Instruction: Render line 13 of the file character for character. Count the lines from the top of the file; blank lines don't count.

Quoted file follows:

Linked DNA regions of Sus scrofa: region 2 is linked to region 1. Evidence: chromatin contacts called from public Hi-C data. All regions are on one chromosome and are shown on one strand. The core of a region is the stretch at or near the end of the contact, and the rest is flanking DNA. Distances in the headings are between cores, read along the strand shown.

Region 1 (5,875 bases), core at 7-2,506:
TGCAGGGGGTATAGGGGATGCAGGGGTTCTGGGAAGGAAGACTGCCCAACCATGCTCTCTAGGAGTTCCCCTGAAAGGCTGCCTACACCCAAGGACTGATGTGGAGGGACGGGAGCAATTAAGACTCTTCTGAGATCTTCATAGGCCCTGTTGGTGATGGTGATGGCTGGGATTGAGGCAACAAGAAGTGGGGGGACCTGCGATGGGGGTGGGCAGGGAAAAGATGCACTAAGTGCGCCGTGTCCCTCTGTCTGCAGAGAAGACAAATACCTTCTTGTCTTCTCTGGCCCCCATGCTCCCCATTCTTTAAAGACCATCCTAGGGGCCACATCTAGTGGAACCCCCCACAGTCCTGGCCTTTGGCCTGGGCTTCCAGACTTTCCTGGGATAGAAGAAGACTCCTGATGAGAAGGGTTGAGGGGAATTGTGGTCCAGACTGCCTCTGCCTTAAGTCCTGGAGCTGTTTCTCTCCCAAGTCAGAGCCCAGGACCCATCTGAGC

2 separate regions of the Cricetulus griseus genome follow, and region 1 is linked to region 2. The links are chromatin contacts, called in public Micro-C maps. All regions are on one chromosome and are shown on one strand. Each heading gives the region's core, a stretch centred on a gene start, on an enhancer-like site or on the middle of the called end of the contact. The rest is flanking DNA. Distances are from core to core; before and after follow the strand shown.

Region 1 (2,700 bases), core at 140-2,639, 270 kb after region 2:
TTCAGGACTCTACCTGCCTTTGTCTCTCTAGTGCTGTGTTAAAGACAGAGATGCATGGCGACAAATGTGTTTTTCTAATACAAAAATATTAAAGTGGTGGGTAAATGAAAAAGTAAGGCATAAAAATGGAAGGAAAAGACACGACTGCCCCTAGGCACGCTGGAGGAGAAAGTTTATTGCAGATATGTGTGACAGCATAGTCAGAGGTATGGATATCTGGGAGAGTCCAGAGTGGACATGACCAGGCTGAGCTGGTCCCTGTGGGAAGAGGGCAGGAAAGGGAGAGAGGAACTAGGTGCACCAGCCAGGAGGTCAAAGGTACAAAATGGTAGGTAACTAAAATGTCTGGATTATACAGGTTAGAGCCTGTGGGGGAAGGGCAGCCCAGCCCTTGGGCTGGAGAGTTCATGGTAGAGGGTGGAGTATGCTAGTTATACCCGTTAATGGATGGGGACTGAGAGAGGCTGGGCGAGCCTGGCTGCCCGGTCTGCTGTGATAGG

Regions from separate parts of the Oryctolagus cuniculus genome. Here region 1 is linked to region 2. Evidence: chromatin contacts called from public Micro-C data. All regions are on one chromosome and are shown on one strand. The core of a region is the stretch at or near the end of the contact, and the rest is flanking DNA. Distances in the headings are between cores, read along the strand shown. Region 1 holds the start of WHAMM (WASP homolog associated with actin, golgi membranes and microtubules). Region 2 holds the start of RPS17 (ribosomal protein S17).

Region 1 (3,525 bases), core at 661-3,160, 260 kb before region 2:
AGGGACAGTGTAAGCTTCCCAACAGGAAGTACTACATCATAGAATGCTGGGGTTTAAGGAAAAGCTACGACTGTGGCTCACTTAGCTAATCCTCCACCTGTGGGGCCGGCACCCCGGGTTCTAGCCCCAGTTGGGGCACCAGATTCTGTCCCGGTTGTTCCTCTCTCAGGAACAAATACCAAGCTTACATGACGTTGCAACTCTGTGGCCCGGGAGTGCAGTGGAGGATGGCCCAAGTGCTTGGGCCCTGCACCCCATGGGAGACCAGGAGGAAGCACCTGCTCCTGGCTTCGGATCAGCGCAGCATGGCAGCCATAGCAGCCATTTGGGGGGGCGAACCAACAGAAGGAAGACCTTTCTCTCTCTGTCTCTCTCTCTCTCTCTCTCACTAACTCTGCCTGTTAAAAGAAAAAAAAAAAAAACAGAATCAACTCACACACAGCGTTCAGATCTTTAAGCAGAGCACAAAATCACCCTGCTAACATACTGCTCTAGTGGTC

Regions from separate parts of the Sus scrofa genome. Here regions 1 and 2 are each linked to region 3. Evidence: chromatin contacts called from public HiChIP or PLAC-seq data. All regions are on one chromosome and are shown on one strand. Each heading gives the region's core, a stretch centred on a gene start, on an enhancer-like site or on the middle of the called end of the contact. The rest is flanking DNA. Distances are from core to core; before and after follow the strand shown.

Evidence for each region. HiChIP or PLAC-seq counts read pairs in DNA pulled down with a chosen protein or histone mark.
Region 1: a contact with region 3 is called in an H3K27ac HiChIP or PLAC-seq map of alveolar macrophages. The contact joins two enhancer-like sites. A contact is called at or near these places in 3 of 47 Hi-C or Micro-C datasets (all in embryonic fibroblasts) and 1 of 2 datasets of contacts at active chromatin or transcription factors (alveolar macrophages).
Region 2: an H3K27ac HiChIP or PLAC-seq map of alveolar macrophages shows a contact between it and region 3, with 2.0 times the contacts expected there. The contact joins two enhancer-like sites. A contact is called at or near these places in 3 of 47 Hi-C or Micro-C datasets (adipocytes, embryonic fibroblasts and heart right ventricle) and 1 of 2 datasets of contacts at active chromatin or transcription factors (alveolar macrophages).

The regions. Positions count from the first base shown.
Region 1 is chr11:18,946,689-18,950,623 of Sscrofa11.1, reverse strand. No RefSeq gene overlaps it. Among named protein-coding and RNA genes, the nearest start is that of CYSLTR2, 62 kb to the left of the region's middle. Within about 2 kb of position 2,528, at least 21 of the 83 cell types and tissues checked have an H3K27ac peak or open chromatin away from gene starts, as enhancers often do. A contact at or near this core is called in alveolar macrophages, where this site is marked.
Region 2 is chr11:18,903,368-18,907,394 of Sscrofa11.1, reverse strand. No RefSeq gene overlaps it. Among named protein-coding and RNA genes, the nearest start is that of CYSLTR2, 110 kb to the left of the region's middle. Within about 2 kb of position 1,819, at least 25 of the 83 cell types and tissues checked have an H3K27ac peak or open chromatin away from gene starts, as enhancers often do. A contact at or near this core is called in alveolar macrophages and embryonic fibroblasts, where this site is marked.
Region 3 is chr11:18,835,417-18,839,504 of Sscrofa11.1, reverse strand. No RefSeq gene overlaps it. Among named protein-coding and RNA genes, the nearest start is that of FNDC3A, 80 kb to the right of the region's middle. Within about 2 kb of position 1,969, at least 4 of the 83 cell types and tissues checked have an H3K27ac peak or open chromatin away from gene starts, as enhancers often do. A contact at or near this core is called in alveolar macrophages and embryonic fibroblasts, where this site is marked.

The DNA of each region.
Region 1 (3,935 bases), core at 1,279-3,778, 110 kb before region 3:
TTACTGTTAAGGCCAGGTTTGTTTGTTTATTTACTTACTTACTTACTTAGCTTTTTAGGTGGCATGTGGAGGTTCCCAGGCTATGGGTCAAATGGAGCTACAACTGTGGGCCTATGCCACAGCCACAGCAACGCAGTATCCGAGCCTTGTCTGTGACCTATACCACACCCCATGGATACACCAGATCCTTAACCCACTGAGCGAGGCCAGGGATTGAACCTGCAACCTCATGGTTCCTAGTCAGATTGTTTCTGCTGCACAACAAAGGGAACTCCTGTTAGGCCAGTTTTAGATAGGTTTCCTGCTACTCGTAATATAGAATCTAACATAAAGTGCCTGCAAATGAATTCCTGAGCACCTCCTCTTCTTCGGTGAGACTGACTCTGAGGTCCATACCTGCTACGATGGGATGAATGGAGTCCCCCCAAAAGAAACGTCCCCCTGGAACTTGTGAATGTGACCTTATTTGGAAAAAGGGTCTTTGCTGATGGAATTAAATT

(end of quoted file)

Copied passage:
Region 2: an H3K27ac HiChIP or PLAC-seq map of alveolar macrophages shows a contact between it and region 3, with 2.0 times the contacts expected there. The contact joins two enhancer-like sites. A contact is called at or near these places in 3 of 47 Hi-C or Micro-C datasets (adipocytes, embryonic fibroblasts and heart right ventricle) and 1 of 2 datasets of contacts at active chromatin or transcription factors (alveolar macrophages).